ARTICLE VII. In suits at common law, where the value in controversy shall exceed twenty dollars, the right of trial by jury shall be preserved, and no fact tried by a jury, shall be otherwise re-examined in any court of the United States, than according to the rules of the common law.
ARTICLE VIII. Excessive bail shall not be required, nor excessive fines imposed, nor cruel and unusual punishments inflicted.
ARTICLE IX. The enumeration, in the Constitution, of certain rights, shall not be construed to deny or disparage others retained by the people.
ARTICLE X. The powers not delegated to the United States, by the Constitution, nor prohibited by it to the States, are reserved to the states respectively, or to the people.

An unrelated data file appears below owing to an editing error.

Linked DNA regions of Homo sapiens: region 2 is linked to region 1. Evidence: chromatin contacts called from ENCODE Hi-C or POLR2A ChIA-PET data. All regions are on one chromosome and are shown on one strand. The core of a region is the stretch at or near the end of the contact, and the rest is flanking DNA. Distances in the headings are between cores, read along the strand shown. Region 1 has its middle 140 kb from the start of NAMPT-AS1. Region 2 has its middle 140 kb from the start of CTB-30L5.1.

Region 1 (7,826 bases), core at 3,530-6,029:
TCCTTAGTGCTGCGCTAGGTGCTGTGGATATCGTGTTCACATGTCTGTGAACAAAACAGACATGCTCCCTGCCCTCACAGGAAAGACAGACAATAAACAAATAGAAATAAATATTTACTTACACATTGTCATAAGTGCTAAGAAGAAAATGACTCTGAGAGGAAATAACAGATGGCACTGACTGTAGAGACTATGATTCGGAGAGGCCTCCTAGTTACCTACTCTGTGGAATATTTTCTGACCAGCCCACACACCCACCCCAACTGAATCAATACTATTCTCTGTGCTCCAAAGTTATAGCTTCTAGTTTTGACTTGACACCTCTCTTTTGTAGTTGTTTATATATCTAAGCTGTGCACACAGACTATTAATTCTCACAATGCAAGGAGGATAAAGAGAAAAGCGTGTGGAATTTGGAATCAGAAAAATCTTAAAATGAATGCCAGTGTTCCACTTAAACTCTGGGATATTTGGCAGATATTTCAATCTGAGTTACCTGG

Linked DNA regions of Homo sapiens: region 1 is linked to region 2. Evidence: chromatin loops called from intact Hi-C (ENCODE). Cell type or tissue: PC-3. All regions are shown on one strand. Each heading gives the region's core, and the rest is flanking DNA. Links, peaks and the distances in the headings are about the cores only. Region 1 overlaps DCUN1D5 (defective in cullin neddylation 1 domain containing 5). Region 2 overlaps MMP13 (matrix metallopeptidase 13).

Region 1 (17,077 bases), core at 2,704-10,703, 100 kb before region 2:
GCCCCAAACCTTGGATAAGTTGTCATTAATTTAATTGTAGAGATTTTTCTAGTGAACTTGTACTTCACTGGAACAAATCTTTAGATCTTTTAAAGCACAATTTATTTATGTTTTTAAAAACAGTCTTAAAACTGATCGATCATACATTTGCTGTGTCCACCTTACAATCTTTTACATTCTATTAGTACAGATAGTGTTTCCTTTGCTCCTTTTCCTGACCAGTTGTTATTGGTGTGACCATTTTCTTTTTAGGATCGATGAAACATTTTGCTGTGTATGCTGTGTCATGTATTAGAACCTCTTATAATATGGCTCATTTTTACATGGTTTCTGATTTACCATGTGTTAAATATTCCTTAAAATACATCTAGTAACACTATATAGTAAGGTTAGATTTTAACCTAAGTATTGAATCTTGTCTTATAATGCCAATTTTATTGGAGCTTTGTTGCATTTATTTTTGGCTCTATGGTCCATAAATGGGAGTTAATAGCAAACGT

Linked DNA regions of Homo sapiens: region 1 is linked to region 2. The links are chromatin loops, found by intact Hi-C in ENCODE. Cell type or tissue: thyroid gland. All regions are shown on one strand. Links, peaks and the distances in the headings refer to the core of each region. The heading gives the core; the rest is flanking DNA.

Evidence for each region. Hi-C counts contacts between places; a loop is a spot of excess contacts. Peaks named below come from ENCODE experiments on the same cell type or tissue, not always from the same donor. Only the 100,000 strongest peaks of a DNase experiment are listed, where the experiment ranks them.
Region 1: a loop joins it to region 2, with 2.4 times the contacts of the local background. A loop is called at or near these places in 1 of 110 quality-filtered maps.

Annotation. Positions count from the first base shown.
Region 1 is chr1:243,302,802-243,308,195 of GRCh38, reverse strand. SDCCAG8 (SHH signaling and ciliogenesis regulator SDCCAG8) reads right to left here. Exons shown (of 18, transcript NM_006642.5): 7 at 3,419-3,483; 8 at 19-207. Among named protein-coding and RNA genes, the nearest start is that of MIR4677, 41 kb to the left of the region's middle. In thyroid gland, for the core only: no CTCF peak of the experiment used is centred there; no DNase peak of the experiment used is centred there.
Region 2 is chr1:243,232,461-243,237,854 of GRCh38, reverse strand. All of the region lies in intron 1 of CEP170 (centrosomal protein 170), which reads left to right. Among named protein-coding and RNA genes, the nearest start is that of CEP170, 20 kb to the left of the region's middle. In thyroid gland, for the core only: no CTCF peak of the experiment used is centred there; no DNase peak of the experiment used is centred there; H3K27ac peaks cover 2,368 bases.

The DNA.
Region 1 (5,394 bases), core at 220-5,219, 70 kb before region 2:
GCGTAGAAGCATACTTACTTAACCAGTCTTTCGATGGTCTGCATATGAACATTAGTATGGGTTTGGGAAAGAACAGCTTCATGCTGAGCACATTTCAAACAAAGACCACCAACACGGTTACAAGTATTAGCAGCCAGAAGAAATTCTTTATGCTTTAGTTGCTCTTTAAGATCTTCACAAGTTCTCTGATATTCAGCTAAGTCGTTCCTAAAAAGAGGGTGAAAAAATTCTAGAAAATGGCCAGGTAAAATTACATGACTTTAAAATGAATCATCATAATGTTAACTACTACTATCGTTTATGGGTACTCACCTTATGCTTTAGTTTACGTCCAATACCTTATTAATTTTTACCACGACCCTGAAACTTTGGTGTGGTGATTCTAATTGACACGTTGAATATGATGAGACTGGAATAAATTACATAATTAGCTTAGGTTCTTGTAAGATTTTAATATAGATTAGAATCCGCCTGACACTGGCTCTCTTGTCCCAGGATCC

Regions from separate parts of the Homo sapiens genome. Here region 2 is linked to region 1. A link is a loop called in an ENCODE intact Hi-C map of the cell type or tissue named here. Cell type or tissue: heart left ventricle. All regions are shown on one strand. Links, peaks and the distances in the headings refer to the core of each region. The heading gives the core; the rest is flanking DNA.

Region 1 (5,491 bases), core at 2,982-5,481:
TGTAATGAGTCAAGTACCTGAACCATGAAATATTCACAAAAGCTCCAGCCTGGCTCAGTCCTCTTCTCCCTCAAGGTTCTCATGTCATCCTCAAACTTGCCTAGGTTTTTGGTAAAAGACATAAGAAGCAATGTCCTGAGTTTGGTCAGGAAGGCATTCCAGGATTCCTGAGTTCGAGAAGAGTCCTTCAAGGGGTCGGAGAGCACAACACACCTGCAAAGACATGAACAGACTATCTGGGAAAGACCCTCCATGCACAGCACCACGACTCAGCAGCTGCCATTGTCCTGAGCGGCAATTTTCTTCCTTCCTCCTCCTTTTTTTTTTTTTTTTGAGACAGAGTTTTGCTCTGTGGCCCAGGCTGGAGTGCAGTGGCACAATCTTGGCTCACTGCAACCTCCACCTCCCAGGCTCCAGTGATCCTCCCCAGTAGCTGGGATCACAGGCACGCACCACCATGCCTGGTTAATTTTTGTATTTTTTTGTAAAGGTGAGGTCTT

ARTICLE XI. The judicial power of the United States shall not be construed to extend to any suit in law or equity, commenced or prosecuted against one of the United States by citizens of another state, or by citizens or subjects of any foreign state.